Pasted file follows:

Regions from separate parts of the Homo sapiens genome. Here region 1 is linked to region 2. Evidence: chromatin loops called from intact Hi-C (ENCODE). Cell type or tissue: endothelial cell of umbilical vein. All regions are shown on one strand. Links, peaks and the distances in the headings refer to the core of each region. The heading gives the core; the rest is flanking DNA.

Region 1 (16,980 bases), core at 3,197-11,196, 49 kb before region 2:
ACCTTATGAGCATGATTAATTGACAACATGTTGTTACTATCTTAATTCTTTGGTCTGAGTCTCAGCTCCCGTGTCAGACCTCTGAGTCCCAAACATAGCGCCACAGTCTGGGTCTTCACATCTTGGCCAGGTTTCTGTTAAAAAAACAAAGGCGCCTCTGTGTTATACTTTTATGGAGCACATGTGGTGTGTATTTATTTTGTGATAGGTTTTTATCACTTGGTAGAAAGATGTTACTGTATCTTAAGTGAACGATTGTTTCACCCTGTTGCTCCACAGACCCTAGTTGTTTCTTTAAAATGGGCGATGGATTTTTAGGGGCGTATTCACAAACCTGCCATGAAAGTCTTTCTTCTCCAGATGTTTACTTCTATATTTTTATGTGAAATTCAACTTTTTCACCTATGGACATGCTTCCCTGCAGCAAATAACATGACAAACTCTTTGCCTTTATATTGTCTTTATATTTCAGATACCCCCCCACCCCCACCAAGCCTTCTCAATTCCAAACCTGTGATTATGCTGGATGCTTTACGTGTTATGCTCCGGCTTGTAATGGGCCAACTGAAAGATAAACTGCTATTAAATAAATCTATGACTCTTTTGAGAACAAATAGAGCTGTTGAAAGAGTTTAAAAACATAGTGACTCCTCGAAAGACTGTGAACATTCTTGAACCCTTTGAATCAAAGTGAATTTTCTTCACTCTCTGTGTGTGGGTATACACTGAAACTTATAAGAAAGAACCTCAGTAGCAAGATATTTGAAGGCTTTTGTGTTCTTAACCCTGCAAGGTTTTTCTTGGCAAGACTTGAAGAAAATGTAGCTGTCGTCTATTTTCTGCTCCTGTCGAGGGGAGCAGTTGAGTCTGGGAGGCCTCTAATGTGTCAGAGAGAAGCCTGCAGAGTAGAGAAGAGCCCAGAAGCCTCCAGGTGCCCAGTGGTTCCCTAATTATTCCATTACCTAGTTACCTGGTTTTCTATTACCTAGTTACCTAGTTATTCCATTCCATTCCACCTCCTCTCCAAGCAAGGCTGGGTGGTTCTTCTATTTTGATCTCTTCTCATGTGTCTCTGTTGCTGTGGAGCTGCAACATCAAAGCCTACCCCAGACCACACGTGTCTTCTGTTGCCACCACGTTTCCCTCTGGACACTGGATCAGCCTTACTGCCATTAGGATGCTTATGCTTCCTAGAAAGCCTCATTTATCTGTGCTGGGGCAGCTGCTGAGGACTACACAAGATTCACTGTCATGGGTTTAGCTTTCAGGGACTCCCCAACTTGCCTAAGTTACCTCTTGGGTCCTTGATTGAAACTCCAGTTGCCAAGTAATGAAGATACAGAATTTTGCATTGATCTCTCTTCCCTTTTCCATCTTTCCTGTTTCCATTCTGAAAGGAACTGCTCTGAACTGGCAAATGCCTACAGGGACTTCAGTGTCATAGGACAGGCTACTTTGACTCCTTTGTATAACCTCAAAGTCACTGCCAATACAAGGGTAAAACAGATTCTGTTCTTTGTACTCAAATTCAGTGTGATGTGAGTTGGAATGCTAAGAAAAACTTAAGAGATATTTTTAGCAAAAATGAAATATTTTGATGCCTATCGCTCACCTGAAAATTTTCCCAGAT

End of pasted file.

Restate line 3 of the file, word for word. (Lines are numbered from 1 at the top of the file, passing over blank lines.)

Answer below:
ACCTTATGAGCATGATTAATTGACAACATGTTGTTACTATCTTAATTCTTTGGTCTGAGTCTCAGCTCCCGTGTCAGACCTCTGAGTCCCAAACATAGCGCCACAGTCTGGGTCTTCACATCTTGGCCAGGTTTCTGTTAAAAAAACAAAGGCGCCTCTGTGTTATACTTTTATGGAGCACATGTGGTGTGTATTTATTTTGTGATAGGTTTTTATCACTTGGTAGAAAGATGTTACTGTATCTTAAGTGAACGATTGTTTCACCCTGTTGCTCCACAGACCCTAGTTGTTTCTTTAAAATGGGCGATGGATTTTTAGGGGCGTATTCACAAACCTGCCATGAAAGTCTTTCTTCTCCAGATGTTTACTTCTATATTTTTATGTGAAATTCAACTTTTTCACCTATGGACATGCTTCCCTGCAGCAAATAACATGACAAACTCTTTGCCTTTATATTGTCTTTATATTTCAGATACCCCCCCACCCCCACCAAGCCTTCTCAATTCCAAACCTGTGATTATGCTGGATGCTTTACGTGTTATGCTCCGGCTTGTAATGGGCCAACTGAAAGATAAACTGCTATTAAATAAATCTATGACTCTTTTGAGAACAAATAGAGCTGTTGAAAGAGTTTAAAAACATAGTGACTCCTCGAAAGACTGTGAACATTCTTGAACCCTTTGAATCAAAGTGAATTTTCTTCACTCTCTGTGTGTGGGTATACACTGAAACTTATAAGAAAGAACCTCAGTAGCAAGATATTTGAAGGCTTTTGTGTTCTTAACCCTGCAAGGTTTTTCTTGGCAAGACTTGAAGAAAATGTAGCTGTCGTCTATTTTCTGCTCCTGTCGAGGGGAGCAGTTGAGTCTGGGAGGCCTCTAATGTGTCAGAGAGAAGCCTGCAGAGTAGAGAAGAGCCCAGAAGCCTCCAGGTGCCCAGTGGTTCCCTAATTATTCCATTACCTAGTTACCTGGTTTTCTATTACCTAGTTACCTAGTTATTCCATTCCATTCCACCTCCTCTCCAAGCAAGGCTGGGTGGTTCTTCTATTTTGATCTCTTCTCATGTGTCTCTGTTGCTGTGGAGCTGCAACATCAAAGCCTACCCCAGACCACACGTGTCTTCTGTTGCCACCACGTTTCCCTCTGGACACTGGATCAGCCTTACTGCCATTAGGATGCTTATGCTTCCTAGAAAGCCTCATTTATCTGTGCTGGGGCAGCTGCTGAGGACTACACAAGATTCACTGTCATGGGTTTAGCTTTCAGGGACTCCCCAACTTGCCTAAGTTACCTCTTGGGTCCTTGATTGAAACTCCAGTTGCCAAGTAATGAAGATACAGAATTTTGCATTGATCTCTCTTCCCTTTTCCATCTTTCCTGTTTCCATTCTGAAAGGAACTGCTCTGAACTGGCAAATGCCTACAGGGACTTCAGTGTCATAGGACAGGCTACTTTGACTCCTTTGTATAACCTCAAAGTCACTGCCAATACAAGGGTAAAACAGATTCTGTTCTTTGTACTCAAATTCAGTGTGATGTGAGTTGGAATGCTAAGAAAAACTTAAGAGATATTTTTAGCAAAAATGAAATATTTTGATGCCTATCGCTCACCTGAAAATTTTCCCAGAT